Brandon Flowers Nixes New Killers LP: ‘I Don’t Think You’ll See Us Making This Type of Music Any More’

20230309_PHELPS_THE_KILLERS_SLC_78449 - Credit: Chris Phelps
20230309_PHELPS_THE_KILLERS_SLC_78449 - Credit: Chris Phelps

The Killers frontman Brandon Flowers said a new album the band had been working on has been scrapped in an interview with The Times.

The band just released the synth-driven song “Your Side of Town” on Friday, which was intended to be on a new album. However, the LP has been nixed.

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“Halfway through recording I realised, ‘I can’t do this,’” Flowers told the publication. “This isn’t the kind of record. . .” He paused and added, “I think this will be the . . .” And then said, “I don’t think you’ll see us making this type of music any more.”

The Killers most recent album Pressure Machine arrived in 2021, which leaned into Flowers and the band’s rootsier side and the stories of small towns and the people who live there. Meanwhile, “Your Side of Town” is more representative of the group’s synth-pop hits side, which Flowers is grappling with.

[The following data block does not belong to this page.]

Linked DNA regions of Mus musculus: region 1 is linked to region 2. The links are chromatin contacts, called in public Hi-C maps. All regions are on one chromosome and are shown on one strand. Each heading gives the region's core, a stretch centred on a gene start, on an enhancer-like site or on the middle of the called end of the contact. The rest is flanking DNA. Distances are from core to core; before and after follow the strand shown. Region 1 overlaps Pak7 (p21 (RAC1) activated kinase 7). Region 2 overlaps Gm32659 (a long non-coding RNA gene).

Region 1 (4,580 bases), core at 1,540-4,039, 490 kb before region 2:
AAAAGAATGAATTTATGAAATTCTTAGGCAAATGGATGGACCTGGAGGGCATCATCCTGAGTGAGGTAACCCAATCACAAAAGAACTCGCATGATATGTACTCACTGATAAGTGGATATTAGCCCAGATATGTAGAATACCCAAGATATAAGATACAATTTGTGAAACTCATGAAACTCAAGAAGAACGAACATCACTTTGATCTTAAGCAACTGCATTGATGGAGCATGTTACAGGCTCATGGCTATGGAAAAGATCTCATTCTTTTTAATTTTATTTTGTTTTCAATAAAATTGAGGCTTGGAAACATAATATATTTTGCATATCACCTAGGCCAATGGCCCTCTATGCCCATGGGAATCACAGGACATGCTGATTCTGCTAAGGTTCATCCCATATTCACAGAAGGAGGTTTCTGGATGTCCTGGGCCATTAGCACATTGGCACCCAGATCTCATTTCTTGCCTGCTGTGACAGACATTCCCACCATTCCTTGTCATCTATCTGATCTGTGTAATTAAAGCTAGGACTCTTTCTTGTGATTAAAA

“This is the crisis I’m in,” he said. “The Killers are my identity and our songs fill the seats, but I’m more fulfilled making music like Pressure Machine. I found a side of myself writing it that was strong. This was the guy I’d been looking for! I’m as proud of Hot Fuss as you can be for something you did when you were 20, but I’m not 20. So I’m thinking about the next phase of my life.”

The singer, who is Mormon, also discussed religion (“This makes me a bit of an enigma as a singer,” he said of his strong faith and positive thoughts on religion).

Flowers also discussed the recent incident at the Black Sea Arena in Batumi, Georgia, when the band invited a fan onstage to help perform the song “For Reasons Unknown”; the night’s guest was revealed to be Russian (Georgia is partly occupied by Russia). The band drew boos after Flowers called Russians and Georgians “brothers.” The band apologized shortly afterward.

“I had to calm an impossible situation,” Flowers told The Times. “We want our concerts to be communal and I had no idea words I was taught my entire life to represent a unity of the human family could be taken as being pro-Russian occupation. We’re sad how this played out.”

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